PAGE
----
Homesteading and Crofting: Truth or Nothing

There are lots of blogs and websites and online magazines about homesteading. Some of them are not very useful, unless one has a good job, a bank account with a four digit balance, and a barn full of inherited equipment. Others aren’t much more than glorified garden sites, and some are written while looking through rose-coloured glass.

I am trying to avoid that. My favourite crofting sites (the two I have found) are not rosy. One crofter, raising Berkshire pigs, is honest and forthright and includes photos of the poor little piglets that didn’t make it, as well as great shots of sunsets and misty hills in Scotland. The other is an island croft, where a writing couple are trying to make a go of raising vegetables and animals while managing their own careers and a small publishing house.

I am trying to be honest about our struggles. Maybe we will make a decent enough living here, or at least just about feed ourselves. I am still cautiously optimistic.I have a weed-bound garden, five remaining silkie chicks – and I isolated one this morning because it looked distressed – three not very productive goats who conspire to eat my bean plants and the neighbour’s grapevine, a herding dog who the goats treat with disdain, and an income that most months covers the necessities and nothing more, like truck repairs. I have to make decisions about whether to buy medication or pay the phone bill.

Like a lot of people now, we are living on the edge. We do not borrow money. We do not receive any welfare benefits. In desperate months, the church has given us a hand. That is what churches are for. I would work if I could, but the only work I am allowed in Canada right now is as clergy, and my bishop is not answering letters or returning phone calls. Without his permission, I can’t work for another church.

Well, we keep rolling along anyway. Today looks like an indoor kind of day, overcast and damp. Laundry and ironing await!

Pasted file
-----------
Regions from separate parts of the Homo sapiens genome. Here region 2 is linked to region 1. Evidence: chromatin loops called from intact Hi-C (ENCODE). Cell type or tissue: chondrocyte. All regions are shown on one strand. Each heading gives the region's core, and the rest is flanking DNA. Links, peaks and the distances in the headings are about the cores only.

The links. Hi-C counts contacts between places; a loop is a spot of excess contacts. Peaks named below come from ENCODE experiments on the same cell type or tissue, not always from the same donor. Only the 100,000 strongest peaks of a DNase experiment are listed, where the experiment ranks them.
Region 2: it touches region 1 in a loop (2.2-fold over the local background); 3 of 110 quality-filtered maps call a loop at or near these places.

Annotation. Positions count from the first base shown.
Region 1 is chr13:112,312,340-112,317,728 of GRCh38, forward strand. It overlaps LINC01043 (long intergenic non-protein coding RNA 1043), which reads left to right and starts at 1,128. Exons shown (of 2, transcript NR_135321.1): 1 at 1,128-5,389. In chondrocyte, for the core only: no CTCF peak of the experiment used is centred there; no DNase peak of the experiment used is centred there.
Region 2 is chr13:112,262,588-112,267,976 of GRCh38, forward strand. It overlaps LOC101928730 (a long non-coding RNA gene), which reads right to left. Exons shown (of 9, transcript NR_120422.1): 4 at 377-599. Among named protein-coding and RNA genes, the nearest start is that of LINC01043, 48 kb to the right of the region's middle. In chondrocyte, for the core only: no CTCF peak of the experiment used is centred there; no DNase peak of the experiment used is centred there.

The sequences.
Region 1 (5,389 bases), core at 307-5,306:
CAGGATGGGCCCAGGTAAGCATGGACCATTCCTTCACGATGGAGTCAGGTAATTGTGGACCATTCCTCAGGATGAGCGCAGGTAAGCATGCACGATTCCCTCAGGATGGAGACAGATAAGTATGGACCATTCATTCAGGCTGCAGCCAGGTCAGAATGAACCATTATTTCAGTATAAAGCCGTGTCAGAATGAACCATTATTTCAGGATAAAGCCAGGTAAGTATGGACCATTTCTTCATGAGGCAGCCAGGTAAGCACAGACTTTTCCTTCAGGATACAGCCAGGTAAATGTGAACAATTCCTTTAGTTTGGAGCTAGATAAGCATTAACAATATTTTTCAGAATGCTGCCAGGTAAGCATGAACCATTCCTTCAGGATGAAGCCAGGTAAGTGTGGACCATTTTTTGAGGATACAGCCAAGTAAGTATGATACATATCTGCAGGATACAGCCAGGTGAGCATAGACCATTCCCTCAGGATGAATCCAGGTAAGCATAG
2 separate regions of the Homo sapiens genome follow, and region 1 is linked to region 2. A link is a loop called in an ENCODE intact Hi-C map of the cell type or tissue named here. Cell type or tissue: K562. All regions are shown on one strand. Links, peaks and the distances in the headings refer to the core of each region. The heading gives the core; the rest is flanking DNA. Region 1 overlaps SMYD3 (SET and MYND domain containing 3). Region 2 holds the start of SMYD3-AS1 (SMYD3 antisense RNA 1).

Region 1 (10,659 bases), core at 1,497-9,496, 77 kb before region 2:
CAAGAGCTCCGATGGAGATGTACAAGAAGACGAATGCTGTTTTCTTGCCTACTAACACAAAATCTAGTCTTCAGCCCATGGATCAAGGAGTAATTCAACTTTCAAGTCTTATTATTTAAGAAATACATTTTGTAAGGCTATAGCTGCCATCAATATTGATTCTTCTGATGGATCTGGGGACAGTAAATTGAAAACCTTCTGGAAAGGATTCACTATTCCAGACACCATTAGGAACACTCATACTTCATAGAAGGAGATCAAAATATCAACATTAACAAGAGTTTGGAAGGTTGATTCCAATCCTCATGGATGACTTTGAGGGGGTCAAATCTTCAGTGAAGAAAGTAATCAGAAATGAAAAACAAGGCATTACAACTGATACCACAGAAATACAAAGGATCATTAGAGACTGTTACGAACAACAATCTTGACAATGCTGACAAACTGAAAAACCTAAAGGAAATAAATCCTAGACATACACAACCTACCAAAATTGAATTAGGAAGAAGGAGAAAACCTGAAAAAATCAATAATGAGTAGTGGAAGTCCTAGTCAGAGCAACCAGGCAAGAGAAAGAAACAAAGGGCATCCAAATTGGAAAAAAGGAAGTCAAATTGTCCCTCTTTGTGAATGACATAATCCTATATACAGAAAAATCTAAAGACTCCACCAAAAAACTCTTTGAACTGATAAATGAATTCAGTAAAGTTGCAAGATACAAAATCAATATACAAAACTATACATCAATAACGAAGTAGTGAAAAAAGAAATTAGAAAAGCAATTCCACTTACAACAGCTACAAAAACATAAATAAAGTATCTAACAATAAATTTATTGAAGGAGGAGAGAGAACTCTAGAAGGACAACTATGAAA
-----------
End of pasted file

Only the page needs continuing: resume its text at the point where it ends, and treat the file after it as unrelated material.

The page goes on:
13 thoughts on “Homesteading and Crofting: Truth or Nothing

  1. This is ONE of the things that makes your blog so helpful, enjoyable, and important. I am very thankful that you are able and willing still to be writing here.

  2. I mainly get my inspiration from a Swedish forum when it comes to crofting and homesteading. In this forum there are people who know something about everything and you can find help within half a day if needed. I think most of us see it as a virtual village and we love the company, incouragement and the friendship we get. Yes, there is one or two toxic people but for the most part the tone is positive and everyone get along. Unfortunately it is all in Swedish so it wouldn’t be of much use to most of you reading this blog.

    • I find the translation programs are hard to understand. My Swedish language studies didn’t get far enough to make me proficient. has online forums in the USA.

  3. Magdalena this is just what I love about your blog. It isn’t some vapid “You can make a fortune living off the land in a few hours a day” hyperbolic hogwash. You write about real life in the country, as lived by real working class humans, not idealized country life as lived by trust-fund babies.

    We’re having a mortgage or phone bill month here as well. Sigh. I finally found work with a temp agency and worked all week, but it will be another week before a paycheck arrives. nd when I am at a job in town NOTHING is getting done here.

    I suppose that’s a nice thing about farm work–it will patiently wait for you until you come home to do it, haha.